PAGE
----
Author Archives: Gerald Barnett

UW Continues to Ride Fake Startup Metrics

From 2008 to 2015, the University of Washington faked its startup metrics and won itself awards and reputation for its entrepreneurial and innovative chops. University administrators concocted a story about startups and repeated it regularly, expressly endorsed by the university’s … Continue reading

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28,000 federal patents and the monopoly meme went into a bar, 4

In 1980, in introducing S. 414, Senator Dole repeats the 28,000 patents meme: Now, however, it’s 5 percent, not 4 percent, and it’s not inventions licensed but rather inventions used. It’s a wonderful bit of bluffery. There’s nothing in Forman’s … Continue reading

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Bayh-Dole’s “subject invention” botch of the Federal Procurement Regulations, 3

A careful read of Bayh-Dole and its omission of the patent agreement requirement argues not only did Bayh-Dole reverse the “presumption” of federal ownership of inventions made under contract but also repudiated the federal requirement that contractors own inventions so … Continue reading

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Bayh-Dole’s “subject invention” botch of the Federal Procurement Regulations, 2

We are looking at how Bayh-Dole botches invention ownership. Where the Federal Procurement Regulations implemented in 1975 were clear, Bayh-Dole in 1980 is muddy. The FPR approach is simple: contractors must have patent agreements that ensure that contractors will be … Continue reading

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After Inventor Virtue

In After Virtue, Alasdair MacIntyre describes “emotivism” as the approach to morals that arose in the debris of the failed Enlightenment effort to find a rational basis for morals. Emotivism asserts that there can be no such rational framework and … Continue reading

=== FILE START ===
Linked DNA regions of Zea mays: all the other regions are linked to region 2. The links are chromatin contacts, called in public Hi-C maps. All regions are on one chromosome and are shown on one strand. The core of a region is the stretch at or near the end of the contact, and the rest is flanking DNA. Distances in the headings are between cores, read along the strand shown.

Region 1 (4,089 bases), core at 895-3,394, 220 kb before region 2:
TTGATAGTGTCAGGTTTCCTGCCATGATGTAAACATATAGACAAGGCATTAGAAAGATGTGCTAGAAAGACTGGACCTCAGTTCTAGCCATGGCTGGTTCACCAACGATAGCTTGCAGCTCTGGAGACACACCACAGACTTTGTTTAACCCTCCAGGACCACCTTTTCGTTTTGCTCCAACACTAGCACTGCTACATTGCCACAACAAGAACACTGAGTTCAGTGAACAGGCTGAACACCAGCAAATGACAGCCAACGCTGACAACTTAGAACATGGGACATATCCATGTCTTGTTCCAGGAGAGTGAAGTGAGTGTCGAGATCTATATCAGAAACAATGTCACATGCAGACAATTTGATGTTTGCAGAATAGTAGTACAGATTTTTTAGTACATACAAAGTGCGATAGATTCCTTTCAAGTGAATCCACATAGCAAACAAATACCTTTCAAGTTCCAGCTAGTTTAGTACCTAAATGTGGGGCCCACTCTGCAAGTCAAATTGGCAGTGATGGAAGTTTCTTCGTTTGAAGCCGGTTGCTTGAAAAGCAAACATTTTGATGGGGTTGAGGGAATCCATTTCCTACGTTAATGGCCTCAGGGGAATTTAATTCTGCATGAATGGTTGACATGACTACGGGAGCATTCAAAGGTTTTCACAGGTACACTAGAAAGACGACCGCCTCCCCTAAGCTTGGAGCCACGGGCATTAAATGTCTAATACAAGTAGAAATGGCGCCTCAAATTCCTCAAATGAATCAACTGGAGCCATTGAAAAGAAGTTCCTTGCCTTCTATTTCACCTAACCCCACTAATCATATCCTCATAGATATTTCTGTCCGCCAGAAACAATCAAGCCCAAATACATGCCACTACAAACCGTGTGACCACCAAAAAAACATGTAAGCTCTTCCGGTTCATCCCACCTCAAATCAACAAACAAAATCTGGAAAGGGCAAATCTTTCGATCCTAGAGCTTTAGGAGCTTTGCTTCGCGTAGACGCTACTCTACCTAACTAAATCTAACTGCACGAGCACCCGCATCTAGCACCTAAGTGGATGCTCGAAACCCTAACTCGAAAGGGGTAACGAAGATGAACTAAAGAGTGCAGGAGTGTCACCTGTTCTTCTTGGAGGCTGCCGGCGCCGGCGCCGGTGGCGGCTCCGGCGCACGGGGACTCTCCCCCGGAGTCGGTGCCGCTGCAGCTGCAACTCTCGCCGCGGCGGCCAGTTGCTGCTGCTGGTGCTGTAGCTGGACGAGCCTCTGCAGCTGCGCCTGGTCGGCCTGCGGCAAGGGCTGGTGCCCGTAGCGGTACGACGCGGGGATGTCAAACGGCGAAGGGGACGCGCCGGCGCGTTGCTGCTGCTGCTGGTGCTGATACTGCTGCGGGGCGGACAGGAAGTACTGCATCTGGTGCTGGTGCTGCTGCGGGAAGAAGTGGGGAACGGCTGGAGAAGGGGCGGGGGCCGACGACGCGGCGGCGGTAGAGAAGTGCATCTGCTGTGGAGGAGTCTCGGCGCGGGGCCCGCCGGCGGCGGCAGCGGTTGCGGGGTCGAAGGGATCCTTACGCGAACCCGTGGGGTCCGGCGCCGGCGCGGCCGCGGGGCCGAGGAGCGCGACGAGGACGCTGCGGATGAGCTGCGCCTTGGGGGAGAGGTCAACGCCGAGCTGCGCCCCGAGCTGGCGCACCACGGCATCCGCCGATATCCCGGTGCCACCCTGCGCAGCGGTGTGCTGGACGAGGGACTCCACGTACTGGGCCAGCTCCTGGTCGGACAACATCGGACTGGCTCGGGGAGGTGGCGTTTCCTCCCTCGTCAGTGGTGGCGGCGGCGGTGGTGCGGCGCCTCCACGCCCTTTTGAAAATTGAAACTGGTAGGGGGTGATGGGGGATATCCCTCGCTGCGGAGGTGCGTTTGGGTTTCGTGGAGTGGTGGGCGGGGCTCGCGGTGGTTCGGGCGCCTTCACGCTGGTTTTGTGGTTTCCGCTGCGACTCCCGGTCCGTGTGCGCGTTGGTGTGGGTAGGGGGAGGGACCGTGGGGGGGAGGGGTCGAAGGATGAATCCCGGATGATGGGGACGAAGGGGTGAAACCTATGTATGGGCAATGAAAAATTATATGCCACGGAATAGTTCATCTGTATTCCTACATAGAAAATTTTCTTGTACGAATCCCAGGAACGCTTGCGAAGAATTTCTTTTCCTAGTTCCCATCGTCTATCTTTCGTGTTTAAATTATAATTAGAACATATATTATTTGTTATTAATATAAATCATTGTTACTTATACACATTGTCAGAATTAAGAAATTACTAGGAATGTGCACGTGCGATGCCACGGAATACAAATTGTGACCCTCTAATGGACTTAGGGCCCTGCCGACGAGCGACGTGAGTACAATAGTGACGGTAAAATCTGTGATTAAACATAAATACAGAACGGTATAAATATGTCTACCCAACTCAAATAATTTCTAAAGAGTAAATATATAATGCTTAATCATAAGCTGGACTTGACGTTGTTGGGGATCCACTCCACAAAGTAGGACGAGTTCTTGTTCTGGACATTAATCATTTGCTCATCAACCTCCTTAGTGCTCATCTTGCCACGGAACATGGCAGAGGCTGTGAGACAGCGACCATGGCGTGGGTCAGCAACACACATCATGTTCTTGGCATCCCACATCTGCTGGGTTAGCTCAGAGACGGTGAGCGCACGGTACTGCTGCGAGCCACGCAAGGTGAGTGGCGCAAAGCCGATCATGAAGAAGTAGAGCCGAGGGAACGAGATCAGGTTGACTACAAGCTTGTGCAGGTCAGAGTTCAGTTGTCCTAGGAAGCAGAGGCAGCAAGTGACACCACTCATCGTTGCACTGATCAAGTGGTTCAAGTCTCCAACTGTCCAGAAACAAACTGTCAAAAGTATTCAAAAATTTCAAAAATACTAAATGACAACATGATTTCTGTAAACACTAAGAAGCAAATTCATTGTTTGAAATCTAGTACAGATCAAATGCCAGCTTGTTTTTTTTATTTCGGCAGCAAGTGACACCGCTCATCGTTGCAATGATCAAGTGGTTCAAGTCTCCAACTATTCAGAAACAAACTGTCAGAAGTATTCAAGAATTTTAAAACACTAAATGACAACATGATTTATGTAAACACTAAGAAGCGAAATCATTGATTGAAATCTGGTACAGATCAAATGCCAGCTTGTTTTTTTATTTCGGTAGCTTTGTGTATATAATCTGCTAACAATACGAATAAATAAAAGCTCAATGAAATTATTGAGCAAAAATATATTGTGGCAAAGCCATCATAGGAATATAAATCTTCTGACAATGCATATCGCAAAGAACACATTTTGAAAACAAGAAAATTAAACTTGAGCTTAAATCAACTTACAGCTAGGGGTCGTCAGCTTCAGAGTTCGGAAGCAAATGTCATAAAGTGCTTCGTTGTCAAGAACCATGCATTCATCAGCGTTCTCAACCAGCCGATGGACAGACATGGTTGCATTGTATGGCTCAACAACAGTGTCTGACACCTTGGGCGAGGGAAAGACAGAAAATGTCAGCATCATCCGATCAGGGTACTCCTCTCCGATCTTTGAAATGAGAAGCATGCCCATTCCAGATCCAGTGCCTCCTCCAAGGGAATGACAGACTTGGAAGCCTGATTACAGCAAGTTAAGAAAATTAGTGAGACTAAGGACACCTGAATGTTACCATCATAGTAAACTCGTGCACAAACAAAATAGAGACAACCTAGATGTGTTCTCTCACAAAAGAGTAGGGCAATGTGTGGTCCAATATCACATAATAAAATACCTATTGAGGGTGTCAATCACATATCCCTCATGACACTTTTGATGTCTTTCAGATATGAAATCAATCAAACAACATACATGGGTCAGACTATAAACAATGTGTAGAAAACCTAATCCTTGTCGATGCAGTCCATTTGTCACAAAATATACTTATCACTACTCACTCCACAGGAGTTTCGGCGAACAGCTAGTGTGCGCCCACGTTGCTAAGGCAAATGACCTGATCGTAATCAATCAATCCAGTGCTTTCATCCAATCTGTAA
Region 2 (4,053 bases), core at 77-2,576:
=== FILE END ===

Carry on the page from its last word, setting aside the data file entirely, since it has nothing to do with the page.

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Seaplane as innovation vector

Here’s a film about the age of “flying boat” air service, The Flying Boats. Air mail service provided the entry point to develop the infrastructure that set the stage for the development of commercial passenger service. The Lake Union Virtual … Continue reading

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Bayh-Dole’s “subject invention” botch of the Federal Procurement Regulations, 1

Bayh-Dole botches its management of invention ownership. To see how, we need to look at how Bayh-Dole in 1980 changed the Federal Procurement Regulations put in place in 1975. In particular, let’s look at how the definition of subject invention … Continue reading

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A clever misrepresentation at the origin of Bayh-Dole

Let’s see if we can isolate the origin of the Bayh-Dole Act. In about four minutes, you will read the following again: The roots, then, of Bayh-Dole are to be found in a mischaracterization of the Harbridge House report of … Continue reading

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Illusions of Bayh-Dole: “manufactured substantially” 6

Now let’s look at Bayh-Dole’s treatment of federal employees who make inventions. Actually, there’s nothing in Bayh-Dole about it–Bayh-Dole applies only when a federal agency grants licenses to the inventions it owns. When the federal government allows a federal employee … Continue reading

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Illusions of Bayh-Dole: “manufactured substantially” 5

Bayh-Dole’s statement of policy at 35 USC 200 includes a provision calling for the use of the patent system “to promote the commercialization and public availability of inventions made in the United States by United States industry and labor.” Folks … Continue reading

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